Pubdate: Sat, 04 Jul 2015
Source: New York Times (NY)
Copyright: 2015 The New York Times Company
Author: Peter Baker


WASHINGTON - Sometime in the next few weeks, aides expect President 
Obama to issue orders freeing dozens of federal prisoners locked up 
on nonviolent drug offenses. With the stroke of his pen, he will 
probably commute more sentences at one time than any president has in 
nearly half a century.

The expansive use of his clemency power is part of a broader effort 
by Mr. Obama to correct what he sees as the excesses of the past, 
when politicians eager to be tough on crime threw away the key even 
for minor criminals. With many Republicans and Democrats now agreeing 
that the nation went too far, Mr. Obama holds the power to unlock 
that prison door, especially for young African-American and Hispanic 
men disproportionately affected.

But even as he exercises authority more assertively than any of his 
modern predecessors, Mr. Obama has only begun to tackle the problem 
he has identified. In the next weeks, the total number of 
commutations for Mr. Obama's presidency may surpass 80, but more than 
30,000 federal inmates have come forward in response to his 
administration's call for clemency applications. A cumbersome review 
process has advanced only a small fraction of them. And just a small 
fraction of those have reached the president's desk for a signature.

"I think they honestly want to address some of the people who have 
been oversentenced in the last 30 years," said Julie Stewart, the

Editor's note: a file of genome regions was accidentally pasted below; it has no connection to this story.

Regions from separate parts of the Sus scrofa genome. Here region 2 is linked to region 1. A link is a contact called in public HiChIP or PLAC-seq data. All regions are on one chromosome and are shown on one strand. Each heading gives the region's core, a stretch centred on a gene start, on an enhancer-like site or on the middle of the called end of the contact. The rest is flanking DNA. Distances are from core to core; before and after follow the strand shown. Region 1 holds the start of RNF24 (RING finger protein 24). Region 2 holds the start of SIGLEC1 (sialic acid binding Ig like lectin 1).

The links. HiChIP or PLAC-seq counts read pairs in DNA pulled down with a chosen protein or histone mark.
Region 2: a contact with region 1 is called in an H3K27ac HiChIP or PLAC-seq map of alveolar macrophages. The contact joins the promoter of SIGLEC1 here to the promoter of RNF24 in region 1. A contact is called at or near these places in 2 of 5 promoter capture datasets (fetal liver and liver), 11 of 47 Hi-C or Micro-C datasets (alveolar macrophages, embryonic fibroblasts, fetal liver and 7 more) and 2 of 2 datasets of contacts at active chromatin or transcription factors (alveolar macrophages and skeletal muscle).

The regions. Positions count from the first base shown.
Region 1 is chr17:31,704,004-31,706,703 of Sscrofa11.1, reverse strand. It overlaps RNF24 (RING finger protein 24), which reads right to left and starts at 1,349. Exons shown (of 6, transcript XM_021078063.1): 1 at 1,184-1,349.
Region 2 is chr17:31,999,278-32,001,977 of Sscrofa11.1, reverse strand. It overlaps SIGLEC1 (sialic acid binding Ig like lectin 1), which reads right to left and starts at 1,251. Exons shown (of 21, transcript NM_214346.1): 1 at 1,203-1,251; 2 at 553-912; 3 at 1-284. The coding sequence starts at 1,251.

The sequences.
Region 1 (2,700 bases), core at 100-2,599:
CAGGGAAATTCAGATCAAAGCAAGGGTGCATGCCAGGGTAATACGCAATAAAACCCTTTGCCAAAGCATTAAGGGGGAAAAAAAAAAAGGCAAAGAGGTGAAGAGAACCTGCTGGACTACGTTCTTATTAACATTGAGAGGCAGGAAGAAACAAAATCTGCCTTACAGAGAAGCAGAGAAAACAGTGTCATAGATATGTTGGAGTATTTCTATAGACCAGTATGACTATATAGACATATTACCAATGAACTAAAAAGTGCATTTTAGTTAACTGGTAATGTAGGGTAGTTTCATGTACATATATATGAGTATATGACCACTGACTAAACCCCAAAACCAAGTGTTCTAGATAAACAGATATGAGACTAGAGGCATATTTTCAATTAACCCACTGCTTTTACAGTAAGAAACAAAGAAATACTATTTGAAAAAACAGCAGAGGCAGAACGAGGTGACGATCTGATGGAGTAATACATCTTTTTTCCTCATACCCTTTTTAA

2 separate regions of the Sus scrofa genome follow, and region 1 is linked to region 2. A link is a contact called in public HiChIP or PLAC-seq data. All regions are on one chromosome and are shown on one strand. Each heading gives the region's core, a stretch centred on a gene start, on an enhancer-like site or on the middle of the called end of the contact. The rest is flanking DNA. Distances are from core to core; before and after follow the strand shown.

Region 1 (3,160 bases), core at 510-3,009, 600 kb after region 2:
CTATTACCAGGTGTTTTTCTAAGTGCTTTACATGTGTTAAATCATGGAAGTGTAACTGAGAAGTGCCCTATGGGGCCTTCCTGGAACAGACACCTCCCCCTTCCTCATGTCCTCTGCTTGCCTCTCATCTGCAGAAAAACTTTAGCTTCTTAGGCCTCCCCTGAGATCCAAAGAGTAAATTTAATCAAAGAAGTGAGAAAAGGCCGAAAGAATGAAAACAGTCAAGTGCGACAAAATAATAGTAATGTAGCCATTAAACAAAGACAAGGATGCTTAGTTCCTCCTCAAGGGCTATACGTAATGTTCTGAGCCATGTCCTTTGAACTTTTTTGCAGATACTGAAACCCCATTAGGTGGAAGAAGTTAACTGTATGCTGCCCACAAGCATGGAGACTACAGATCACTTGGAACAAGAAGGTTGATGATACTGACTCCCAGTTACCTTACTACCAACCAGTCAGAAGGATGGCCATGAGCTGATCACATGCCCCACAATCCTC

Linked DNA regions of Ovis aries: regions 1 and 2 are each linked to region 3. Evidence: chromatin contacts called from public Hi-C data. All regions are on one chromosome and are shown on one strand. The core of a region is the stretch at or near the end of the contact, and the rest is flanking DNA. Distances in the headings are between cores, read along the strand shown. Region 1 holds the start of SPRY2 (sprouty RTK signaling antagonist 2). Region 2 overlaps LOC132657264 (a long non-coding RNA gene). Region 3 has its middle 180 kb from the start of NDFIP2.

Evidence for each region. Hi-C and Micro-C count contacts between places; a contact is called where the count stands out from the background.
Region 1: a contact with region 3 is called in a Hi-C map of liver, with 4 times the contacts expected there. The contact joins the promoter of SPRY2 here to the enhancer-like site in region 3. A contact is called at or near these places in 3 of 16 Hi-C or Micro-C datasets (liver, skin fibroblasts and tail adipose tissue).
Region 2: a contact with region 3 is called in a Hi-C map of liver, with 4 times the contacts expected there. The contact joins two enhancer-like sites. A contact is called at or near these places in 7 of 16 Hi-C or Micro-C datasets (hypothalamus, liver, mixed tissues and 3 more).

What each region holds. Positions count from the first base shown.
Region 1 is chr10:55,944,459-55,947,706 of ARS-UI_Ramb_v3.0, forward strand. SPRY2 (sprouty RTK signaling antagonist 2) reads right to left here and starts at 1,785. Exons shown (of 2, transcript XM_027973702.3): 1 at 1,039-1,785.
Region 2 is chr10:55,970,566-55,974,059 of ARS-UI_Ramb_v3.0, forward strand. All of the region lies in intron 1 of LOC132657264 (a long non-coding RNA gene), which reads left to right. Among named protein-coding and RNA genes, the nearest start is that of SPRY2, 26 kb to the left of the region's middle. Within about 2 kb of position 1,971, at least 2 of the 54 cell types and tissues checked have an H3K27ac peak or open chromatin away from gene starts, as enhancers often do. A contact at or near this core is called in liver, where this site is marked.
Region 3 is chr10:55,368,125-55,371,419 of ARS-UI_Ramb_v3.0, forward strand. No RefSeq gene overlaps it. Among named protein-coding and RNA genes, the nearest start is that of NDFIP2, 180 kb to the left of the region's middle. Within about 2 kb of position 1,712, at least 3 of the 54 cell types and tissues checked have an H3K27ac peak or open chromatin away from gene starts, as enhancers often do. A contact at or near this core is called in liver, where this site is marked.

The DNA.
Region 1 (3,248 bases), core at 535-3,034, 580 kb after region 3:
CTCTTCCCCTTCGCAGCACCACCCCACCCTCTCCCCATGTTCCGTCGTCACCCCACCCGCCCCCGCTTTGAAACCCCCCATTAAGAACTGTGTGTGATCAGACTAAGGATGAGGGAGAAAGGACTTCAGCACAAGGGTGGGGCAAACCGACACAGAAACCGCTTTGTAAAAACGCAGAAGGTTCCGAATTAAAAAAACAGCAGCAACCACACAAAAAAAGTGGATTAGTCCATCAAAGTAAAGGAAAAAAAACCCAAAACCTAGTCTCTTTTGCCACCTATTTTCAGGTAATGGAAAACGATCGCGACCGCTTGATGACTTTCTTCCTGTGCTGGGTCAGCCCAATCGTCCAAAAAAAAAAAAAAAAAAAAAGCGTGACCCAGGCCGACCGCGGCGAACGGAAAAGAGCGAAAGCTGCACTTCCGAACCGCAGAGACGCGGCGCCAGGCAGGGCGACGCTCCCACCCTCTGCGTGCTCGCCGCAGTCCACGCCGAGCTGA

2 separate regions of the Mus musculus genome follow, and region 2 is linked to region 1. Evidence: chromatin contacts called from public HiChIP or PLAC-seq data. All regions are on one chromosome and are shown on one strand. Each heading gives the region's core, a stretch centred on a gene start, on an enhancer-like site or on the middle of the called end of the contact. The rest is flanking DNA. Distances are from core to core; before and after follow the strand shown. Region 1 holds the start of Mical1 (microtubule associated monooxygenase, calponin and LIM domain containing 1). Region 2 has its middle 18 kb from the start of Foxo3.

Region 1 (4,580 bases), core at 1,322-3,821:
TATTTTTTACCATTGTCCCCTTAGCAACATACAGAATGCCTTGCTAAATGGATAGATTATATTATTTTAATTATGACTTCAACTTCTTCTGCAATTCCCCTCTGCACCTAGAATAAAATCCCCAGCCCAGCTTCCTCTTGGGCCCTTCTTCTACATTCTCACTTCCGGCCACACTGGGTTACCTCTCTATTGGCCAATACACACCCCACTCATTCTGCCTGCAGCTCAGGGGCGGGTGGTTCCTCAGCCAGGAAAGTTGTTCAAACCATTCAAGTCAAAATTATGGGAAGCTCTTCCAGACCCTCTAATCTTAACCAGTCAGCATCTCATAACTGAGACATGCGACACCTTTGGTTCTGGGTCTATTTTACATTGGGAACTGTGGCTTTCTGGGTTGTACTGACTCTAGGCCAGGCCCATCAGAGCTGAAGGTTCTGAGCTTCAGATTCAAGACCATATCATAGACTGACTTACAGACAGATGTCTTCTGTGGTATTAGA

founder and president of Families Against Mandatory Minimums, a group 
advocating changes in sentencing. "I'm not sure they envisioned that 
it would be as complicated as it is, but it has become more 
complicated, whether it needs to be or not, and that's what has 
bogged down the process."

Overhauling the criminal justice system has become a bipartisan 
venture. Like Mr. Obama, Republicans running for his job are calling 
for systemic changes. Lawmakers from both parties are collaborating 
on legislation. And the United States Sentencing Commission has 
revised guidelines for drug offenders, so far retroactively reducing 
sentences for more than 9,500 inmates, nearly three-quarters of them 
black or Hispanic.

The drive to recalibrate the system has brought together groups from 
across the political spectrum. The Center for American Progress, a 
liberal advocacy organization with close ties to the White House and 
Bill and Hillary Rodham Clinton, has teamed up with Koch Industries, 
the conglomerate owned by the conservative brothers Charles G. and 
David H. Koch, who finance Republican candidates, to press for 
reducing prison populations and overhauling sentencing.

"It's a time when conservatives and liberals and libertarians and 
lots of different people on the political spectrum" have "come 
together in order to focus attention on excessive sentences, the 
costs and the like, and the need to correct some of those excesses," 
said Neil Eggleston, the White House counsel who recommends clemency 
petitions to Mr. Obama. "So I think the president sees the 
commutations as a piece of that entire process."

The challenge has been finding a way to use Mr. Obama's clemency 
power in the face of bureaucratic and legal hurdles without making a 
mistake that would be devastating to the effort's political 
viability. The White House has not forgotten the legacy of Willie 
Horton, a convicted murderer who raped a woman while furloughed from